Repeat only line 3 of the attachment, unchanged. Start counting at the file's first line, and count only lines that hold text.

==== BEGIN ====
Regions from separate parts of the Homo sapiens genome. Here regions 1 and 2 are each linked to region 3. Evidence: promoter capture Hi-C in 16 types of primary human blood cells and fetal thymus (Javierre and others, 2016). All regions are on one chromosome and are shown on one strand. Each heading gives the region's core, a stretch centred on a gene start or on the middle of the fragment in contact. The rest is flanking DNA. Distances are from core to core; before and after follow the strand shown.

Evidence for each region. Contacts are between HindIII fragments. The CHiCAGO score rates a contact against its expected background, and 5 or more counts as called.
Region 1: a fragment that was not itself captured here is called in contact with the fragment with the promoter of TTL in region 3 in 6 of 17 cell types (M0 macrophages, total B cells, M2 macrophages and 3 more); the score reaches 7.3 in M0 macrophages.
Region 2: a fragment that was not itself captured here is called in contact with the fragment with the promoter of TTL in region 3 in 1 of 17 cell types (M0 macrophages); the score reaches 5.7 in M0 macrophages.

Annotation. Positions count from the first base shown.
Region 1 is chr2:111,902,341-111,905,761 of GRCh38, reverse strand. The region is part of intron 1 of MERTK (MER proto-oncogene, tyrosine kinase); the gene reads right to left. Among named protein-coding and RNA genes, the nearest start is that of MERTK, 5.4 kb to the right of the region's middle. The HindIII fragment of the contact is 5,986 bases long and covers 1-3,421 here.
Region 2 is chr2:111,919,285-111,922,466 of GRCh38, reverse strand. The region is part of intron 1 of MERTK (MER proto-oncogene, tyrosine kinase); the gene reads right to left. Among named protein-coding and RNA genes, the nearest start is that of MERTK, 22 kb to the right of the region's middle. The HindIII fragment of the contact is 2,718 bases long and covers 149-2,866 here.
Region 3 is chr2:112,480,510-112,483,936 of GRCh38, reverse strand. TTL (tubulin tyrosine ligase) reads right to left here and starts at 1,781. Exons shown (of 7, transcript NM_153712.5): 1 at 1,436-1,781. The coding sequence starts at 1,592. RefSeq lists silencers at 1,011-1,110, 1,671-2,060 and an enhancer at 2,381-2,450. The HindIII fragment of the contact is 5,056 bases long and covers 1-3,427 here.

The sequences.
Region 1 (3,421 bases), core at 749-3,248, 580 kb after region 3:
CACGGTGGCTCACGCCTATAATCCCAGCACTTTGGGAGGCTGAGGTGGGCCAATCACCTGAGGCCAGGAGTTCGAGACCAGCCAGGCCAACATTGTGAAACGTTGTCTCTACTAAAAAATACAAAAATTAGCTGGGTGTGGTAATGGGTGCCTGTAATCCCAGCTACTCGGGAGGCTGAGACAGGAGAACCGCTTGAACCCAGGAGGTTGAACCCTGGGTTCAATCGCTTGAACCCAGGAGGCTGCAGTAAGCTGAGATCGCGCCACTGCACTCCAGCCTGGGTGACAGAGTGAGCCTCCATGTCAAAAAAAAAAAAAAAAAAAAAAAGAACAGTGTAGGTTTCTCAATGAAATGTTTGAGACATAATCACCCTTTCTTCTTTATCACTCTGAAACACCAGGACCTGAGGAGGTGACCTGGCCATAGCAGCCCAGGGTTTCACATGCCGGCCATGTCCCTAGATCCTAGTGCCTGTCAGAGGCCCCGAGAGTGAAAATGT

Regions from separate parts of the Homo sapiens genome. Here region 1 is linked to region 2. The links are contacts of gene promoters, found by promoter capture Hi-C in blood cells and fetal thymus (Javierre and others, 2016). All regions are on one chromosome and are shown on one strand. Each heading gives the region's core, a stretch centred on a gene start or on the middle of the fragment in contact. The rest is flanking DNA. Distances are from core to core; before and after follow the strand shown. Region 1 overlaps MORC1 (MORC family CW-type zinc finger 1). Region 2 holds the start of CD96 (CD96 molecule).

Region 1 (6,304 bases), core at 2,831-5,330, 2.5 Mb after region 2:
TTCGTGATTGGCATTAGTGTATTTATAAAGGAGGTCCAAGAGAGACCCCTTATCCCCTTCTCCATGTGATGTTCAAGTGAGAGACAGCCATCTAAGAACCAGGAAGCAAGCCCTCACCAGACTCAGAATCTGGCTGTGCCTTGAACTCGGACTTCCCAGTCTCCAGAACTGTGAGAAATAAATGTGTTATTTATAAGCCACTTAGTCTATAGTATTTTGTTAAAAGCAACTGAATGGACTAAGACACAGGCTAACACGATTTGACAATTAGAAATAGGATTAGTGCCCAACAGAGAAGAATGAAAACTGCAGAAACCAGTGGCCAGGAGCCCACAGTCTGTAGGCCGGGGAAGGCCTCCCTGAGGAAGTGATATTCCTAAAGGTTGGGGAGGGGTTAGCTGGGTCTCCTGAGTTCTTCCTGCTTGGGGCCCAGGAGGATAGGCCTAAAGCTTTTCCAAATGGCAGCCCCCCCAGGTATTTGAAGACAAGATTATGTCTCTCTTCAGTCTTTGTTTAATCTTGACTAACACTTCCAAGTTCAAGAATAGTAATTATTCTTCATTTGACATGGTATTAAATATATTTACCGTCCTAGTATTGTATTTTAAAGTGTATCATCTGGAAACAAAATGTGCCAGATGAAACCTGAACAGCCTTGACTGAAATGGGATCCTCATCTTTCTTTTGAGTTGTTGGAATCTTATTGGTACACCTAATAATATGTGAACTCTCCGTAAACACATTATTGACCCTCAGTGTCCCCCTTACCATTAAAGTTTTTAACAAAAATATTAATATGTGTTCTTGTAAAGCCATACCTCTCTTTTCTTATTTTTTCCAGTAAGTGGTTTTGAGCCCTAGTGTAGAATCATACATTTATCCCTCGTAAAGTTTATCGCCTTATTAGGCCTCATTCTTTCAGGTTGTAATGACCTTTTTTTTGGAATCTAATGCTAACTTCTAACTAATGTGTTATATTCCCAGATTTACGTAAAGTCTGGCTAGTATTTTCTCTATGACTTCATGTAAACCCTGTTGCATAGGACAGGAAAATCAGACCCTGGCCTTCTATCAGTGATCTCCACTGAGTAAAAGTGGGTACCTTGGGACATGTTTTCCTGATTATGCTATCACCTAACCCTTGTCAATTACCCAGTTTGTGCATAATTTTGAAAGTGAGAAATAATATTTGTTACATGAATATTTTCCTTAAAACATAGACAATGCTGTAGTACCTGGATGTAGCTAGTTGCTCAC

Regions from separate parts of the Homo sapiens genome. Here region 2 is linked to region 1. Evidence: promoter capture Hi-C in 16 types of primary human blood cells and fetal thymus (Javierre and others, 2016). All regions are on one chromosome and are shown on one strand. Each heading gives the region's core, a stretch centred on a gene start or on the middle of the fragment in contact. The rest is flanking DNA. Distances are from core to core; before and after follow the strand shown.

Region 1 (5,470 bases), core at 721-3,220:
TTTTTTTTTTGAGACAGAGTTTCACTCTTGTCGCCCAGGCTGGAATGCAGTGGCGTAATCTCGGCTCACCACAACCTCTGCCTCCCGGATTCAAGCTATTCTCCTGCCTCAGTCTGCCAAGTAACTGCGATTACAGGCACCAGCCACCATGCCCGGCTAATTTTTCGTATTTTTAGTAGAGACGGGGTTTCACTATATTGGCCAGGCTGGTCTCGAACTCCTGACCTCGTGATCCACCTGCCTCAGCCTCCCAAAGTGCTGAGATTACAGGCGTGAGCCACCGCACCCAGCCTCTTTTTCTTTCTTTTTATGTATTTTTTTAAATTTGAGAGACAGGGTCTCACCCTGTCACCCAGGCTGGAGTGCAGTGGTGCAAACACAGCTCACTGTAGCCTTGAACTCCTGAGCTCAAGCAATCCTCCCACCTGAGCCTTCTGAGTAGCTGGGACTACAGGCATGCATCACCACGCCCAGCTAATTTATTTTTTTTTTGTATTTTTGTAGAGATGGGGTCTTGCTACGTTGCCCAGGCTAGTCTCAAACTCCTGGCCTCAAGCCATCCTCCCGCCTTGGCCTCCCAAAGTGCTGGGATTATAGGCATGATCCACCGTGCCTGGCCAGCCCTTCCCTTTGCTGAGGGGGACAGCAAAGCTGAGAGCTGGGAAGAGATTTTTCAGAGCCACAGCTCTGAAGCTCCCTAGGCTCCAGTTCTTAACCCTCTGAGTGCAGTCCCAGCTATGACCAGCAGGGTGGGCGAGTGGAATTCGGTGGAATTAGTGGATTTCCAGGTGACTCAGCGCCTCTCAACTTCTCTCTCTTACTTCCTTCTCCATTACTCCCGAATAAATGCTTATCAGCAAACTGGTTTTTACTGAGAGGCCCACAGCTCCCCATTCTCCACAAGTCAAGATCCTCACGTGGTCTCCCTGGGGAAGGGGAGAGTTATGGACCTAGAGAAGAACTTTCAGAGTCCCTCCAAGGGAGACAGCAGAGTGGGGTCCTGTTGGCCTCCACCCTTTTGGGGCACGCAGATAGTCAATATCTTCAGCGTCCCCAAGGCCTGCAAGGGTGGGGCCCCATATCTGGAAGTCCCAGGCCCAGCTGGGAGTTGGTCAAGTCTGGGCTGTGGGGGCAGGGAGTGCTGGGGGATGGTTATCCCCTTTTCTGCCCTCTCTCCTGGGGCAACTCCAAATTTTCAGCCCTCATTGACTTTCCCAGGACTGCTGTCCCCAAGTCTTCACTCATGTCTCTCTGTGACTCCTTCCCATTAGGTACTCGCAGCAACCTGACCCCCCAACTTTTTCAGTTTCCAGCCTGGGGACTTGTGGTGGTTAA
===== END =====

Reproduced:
Region 1: a fragment that was not itself captured here is called in contact with the fragment with the promoter of TTL in region 3 in 6 of 17 cell types (M0 macrophages, total B cells, M2 macrophages and 3 more); the score reaches 7.3 in M0 macrophages.